Thursday, March 30, 2006

Norfolk & Western...

Long promised but slow to develop at long last is the post on Norfolk & Western's EP A Gilded Age. Not that I thought you were waiting on pins and needles or anything but I like to keep my promises. Perhaps you heard Norfolk's last album Dusk in Cold Parlors? That record was a quiet beautifully rendered set of acoustic americana with a dusty time's passed me by feel. It fit a mood perfectly though you probably wouldn't pick it as your dance partner. Norfolk consists of the startlingly good combination of Adam Selzer and Rachel Blumberg (she drummed for the Decemberists for awhile and if that ain't indie cred what is?). His voice is steady and smooth thought relatively unremarkable, her's is pretty and fills all the gaps in his. Norfolk and Western doesn't by definition fall into the singer songwriter category but both Dusk... and A Gilde Age have the feel of projects driven by a vision that Selzer holds dear. It's a unique sound Norfolk has created: a very moden interpretation of a very antique process. At least that's how it wa, A Gilded Agte has turned many of my notions about Norfolk on their ear. While the new EP certainly bears many of the same marks as Dusk... such as Selzer's clever lyrics and some interesting instrumentation, the band is clearly sleeping with their electic guitar, amp and effects peddles. A lot of the "dust" in the band's sound has been swept away in favor of a more indie-rockin' approach to the songs. I guess I'll be totally non commital and say that this change in attitude is neither good nor bad, it just is. A Gilded Age's "Porch Destruction" is an excellent example of the way the band bends their old stylistic tendencies (viola, clavinet) towards a more modern interpretation (the distortion laden guitar that fires up the 2nd half of the song).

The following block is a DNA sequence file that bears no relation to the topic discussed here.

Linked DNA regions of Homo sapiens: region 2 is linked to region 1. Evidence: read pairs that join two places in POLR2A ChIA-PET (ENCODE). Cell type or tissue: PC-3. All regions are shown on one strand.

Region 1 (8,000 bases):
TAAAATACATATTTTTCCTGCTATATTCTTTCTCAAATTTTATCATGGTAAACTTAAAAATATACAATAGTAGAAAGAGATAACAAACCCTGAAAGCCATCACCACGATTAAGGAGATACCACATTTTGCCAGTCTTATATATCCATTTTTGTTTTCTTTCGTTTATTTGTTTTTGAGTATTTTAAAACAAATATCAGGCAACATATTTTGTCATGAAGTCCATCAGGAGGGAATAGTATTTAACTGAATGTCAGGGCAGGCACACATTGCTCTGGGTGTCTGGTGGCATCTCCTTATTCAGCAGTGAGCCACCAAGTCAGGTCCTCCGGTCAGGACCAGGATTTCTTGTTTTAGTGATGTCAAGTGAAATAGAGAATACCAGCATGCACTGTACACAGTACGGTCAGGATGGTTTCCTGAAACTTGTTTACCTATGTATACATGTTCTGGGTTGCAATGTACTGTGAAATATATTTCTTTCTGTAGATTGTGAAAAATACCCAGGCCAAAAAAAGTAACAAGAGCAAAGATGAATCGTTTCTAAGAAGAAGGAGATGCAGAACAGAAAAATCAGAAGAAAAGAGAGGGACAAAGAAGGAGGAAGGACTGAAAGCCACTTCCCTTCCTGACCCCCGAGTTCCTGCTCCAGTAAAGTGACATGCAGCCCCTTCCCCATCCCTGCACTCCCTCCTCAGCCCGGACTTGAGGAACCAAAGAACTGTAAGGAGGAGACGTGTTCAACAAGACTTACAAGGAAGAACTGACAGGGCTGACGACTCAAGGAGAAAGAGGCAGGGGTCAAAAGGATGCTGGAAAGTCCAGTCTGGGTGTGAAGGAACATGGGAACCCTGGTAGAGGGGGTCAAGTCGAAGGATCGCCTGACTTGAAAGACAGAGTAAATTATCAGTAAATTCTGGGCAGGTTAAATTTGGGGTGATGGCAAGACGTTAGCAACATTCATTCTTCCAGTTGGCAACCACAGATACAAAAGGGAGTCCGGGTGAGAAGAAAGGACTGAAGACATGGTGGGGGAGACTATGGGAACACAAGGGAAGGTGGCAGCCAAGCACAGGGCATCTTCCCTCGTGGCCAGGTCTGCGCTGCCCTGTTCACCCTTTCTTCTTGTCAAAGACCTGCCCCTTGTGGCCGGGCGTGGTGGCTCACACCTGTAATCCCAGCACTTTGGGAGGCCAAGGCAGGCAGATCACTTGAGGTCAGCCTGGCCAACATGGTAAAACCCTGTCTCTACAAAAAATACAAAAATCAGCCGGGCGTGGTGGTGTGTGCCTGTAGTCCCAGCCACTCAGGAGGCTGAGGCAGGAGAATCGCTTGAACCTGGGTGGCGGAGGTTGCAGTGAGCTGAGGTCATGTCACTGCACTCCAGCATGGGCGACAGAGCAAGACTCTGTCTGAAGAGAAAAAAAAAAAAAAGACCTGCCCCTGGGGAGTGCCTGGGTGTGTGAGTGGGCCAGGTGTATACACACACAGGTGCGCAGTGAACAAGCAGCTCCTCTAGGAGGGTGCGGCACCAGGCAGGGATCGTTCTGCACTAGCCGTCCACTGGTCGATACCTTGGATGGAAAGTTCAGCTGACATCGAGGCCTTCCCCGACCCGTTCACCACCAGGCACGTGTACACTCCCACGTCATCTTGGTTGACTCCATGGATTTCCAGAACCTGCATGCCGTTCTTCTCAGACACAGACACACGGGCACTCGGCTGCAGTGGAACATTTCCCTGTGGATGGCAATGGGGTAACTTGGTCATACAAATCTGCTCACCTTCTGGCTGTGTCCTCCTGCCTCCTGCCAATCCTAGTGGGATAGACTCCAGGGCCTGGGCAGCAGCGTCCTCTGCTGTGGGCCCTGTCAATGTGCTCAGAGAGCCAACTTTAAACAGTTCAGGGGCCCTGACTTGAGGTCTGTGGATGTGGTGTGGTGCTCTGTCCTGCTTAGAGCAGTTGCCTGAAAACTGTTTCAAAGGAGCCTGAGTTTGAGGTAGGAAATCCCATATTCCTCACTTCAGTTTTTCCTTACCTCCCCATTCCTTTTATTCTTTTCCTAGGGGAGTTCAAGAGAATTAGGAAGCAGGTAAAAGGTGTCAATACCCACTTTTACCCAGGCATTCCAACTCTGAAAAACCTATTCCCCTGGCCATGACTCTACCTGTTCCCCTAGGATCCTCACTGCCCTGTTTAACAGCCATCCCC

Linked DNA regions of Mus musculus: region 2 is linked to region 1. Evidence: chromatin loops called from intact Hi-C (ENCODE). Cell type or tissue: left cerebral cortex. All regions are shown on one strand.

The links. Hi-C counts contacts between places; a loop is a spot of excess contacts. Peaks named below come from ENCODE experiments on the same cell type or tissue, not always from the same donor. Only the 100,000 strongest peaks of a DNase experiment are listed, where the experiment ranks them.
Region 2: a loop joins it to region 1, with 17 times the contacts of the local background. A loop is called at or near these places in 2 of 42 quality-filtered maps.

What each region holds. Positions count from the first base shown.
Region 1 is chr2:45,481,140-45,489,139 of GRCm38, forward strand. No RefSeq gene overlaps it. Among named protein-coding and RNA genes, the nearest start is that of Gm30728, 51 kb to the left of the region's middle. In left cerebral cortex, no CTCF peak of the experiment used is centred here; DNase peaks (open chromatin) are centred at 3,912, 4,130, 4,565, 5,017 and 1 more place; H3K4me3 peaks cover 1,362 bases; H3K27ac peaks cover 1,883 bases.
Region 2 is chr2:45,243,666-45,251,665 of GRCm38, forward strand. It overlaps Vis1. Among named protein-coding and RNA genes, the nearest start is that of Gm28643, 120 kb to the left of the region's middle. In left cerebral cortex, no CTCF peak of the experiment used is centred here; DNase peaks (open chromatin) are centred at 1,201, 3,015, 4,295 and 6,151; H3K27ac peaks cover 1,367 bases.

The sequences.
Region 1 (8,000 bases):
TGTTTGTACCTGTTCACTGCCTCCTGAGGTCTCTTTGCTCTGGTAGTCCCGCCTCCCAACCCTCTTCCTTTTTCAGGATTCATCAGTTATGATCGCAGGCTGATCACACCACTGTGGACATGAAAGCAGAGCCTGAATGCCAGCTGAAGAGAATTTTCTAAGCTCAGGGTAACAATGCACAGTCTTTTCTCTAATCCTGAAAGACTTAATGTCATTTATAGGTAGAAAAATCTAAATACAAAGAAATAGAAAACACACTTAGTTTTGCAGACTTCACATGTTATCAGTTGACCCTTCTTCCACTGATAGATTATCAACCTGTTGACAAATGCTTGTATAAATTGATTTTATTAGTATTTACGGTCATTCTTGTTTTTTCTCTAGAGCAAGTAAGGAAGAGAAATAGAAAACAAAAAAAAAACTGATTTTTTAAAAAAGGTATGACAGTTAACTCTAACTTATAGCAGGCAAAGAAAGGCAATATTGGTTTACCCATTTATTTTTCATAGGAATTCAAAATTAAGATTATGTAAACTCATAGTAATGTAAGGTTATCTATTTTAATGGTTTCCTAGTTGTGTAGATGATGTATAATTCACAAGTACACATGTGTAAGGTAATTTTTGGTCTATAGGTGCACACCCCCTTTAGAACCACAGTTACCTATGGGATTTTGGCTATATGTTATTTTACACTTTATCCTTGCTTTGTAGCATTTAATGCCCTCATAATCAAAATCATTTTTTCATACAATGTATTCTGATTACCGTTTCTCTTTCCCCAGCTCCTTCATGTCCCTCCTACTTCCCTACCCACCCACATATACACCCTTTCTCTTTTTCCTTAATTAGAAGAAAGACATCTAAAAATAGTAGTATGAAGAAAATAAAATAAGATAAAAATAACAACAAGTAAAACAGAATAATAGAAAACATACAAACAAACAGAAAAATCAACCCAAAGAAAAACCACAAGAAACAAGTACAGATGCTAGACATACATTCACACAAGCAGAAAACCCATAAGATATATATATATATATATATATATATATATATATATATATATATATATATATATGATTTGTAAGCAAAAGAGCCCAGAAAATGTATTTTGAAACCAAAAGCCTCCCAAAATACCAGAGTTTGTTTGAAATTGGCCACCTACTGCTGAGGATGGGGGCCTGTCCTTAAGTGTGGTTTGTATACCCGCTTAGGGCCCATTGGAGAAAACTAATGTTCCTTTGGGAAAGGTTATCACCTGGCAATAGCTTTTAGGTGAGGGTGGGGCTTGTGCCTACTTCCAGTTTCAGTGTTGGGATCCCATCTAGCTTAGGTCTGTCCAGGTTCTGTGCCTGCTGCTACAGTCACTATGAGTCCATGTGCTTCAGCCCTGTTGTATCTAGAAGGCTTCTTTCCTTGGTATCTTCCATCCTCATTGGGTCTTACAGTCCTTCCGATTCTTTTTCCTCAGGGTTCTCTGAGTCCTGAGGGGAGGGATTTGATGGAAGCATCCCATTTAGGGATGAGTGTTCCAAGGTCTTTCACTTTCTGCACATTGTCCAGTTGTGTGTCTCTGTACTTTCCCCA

The songs are still first rate and there are moments (particularly "There Are No Places Left For Us" and "Minor Daughter") that reveal the band's continuing fascination with creating an atmosphere that brings to mind a turn of the century steamboat house party adrift on the Mississippi. Except they've gone and electramocuted the boat and plugged in. You can't begrudge a band some evolution and ultimately A Gilded Age works due to the strengths of Selzer's songwriting. Quite first rate.

a song from A Gilded Age due April 11th:

A Porch Destruction


Blogger layne (herman) said...

saw Norfolk & Western play in Walla Walla this past Tuesday (june 13).

good stuff!

10:04 PM  

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